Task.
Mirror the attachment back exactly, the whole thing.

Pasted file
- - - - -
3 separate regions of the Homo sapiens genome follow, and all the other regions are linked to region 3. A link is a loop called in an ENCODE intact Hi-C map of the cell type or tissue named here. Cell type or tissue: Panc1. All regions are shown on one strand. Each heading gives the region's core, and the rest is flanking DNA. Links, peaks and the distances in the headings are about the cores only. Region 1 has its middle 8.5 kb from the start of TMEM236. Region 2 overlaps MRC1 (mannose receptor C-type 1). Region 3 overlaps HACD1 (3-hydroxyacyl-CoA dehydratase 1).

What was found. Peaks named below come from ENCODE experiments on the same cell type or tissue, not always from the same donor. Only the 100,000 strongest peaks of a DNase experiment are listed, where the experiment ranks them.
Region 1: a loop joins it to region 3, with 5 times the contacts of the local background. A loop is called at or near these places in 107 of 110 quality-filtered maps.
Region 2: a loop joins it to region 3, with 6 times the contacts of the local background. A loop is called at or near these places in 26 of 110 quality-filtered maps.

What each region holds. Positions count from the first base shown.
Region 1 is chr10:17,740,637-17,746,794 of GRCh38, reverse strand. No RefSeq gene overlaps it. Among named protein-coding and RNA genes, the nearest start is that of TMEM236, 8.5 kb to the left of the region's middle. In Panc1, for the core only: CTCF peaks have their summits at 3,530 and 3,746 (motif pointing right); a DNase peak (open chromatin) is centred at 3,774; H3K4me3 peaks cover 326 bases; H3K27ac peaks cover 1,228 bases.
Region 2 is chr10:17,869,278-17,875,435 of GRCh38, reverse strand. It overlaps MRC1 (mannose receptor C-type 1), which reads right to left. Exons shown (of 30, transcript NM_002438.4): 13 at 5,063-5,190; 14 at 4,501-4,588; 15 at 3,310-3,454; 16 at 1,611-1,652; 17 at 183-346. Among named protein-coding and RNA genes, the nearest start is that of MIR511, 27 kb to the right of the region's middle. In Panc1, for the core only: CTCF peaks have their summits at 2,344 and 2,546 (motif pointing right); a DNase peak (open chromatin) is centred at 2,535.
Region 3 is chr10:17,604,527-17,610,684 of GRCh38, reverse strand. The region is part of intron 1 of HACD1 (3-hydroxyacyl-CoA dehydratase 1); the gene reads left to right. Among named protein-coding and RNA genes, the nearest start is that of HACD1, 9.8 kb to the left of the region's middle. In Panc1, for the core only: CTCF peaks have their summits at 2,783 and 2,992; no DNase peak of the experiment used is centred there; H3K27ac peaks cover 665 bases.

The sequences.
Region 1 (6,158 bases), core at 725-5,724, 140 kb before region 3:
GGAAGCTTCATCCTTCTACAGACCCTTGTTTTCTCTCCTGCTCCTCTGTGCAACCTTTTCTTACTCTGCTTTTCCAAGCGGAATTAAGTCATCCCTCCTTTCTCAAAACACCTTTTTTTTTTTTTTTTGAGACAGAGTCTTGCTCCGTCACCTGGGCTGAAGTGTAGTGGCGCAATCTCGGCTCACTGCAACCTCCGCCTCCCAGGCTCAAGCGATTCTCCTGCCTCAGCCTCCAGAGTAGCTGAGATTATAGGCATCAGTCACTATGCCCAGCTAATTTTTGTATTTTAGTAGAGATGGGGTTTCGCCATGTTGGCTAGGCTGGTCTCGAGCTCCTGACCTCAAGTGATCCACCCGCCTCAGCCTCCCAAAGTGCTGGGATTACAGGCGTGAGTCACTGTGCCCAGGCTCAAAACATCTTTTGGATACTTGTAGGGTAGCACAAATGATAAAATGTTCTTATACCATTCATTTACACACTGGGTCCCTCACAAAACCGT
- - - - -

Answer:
3 separate regions of the Homo sapiens genome follow, and all the other regions are linked to region 3. A link is a loop called in an ENCODE intact Hi-C map of the cell type or tissue named here. Cell type or tissue: Panc1. All regions are shown on one strand. Each heading gives the region's core, and the rest is flanking DNA. Links, peaks and the distances in the headings are about the cores only. Region 1 has its middle 8.5 kb from the start of TMEM236. Region 2 overlaps MRC1 (mannose receptor C-type 1). Region 3 overlaps HACD1 (3-hydroxyacyl-CoA dehydratase 1).

What was found. Peaks named below come from ENCODE experiments on the same cell type or tissue, not always from the same donor. Only the 100,000 strongest peaks of a DNase experiment are listed, where the experiment ranks them.
Region 1: a loop joins it to region 3, with 5 times the contacts of the local background. A loop is called at or near these places in 107 of 110 quality-filtered maps.
Region 2: a loop joins it to region 3, with 6 times the contacts of the local background. A loop is called at or near these places in 26 of 110 quality-filtered maps.

What each region holds. Positions count from the first base shown.
Region 1 is chr10:17,740,637-17,746,794 of GRCh38, reverse strand. No RefSeq gene overlaps it. Among named protein-coding and RNA genes, the nearest start is that of TMEM236, 8.5 kb to the left of the region's middle. In Panc1, for the core only: CTCF peaks have their summits at 3,530 and 3,746 (motif pointing right); a DNase peak (open chromatin) is centred at 3,774; H3K4me3 peaks cover 326 bases; H3K27ac peaks cover 1,228 bases.
Region 2 is chr10:17,869,278-17,875,435 of GRCh38, reverse strand. It overlaps MRC1 (mannose receptor C-type 1), which reads right to left. Exons shown (of 30, transcript NM_002438.4): 13 at 5,063-5,190; 14 at 4,501-4,588; 15 at 3,310-3,454; 16 at 1,611-1,652; 17 at 183-346. Among named protein-coding and RNA genes, the nearest start is that of MIR511, 27 kb to the right of the region's middle. In Panc1, for the core only: CTCF peaks have their summits at 2,344 and 2,546 (motif pointing right); a DNase peak (open chromatin) is centred at 2,535.
Region 3 is chr10:17,604,527-17,610,684 of GRCh38, reverse strand. The region is part of intron 1 of HACD1 (3-hydroxyacyl-CoA dehydratase 1); the gene reads left to right. Among named protein-coding and RNA genes, the nearest start is that of HACD1, 9.8 kb to the left of the region's middle. In Panc1, for the core only: CTCF peaks have their summits at 2,783 and 2,992; no DNase peak of the experiment used is centred there; H3K27ac peaks cover 665 bases.

The sequences.
Region 1 (6,158 bases), core at 725-5,724, 140 kb before region 3:
GGAAGCTTCATCCTTCTACAGACCCTTGTTTTCTCTCCTGCTCCTCTGTGCAACCTTTTCTTACTCTGCTTTTCCAAGCGGAATTAAGTCATCCCTCCTTTCTCAAAACACCTTTTTTTTTTTTTTTTGAGACAGAGTCTTGCTCCGTCACCTGGGCTGAAGTGTAGTGGCGCAATCTCGGCTCACTGCAACCTCCGCCTCCCAGGCTCAAGCGATTCTCCTGCCTCAGCCTCCAGAGTAGCTGAGATTATAGGCATCAGTCACTATGCCCAGCTAATTTTTGTATTTTAGTAGAGATGGGGTTTCGCCATGTTGGCTAGGCTGGTCTCGAGCTCCTGACCTCAAGTGATCCACCCGCCTCAGCCTCCCAAAGTGCTGGGATTACAGGCGTGAGTCACTGTGCCCAGGCTCAAAACATCTTTTGGATACTTGTAGGGTAGCACAAATGATAAAATGTTCTTATACCATTCATTTACACACTGGGTCCCTCACAAAACCGT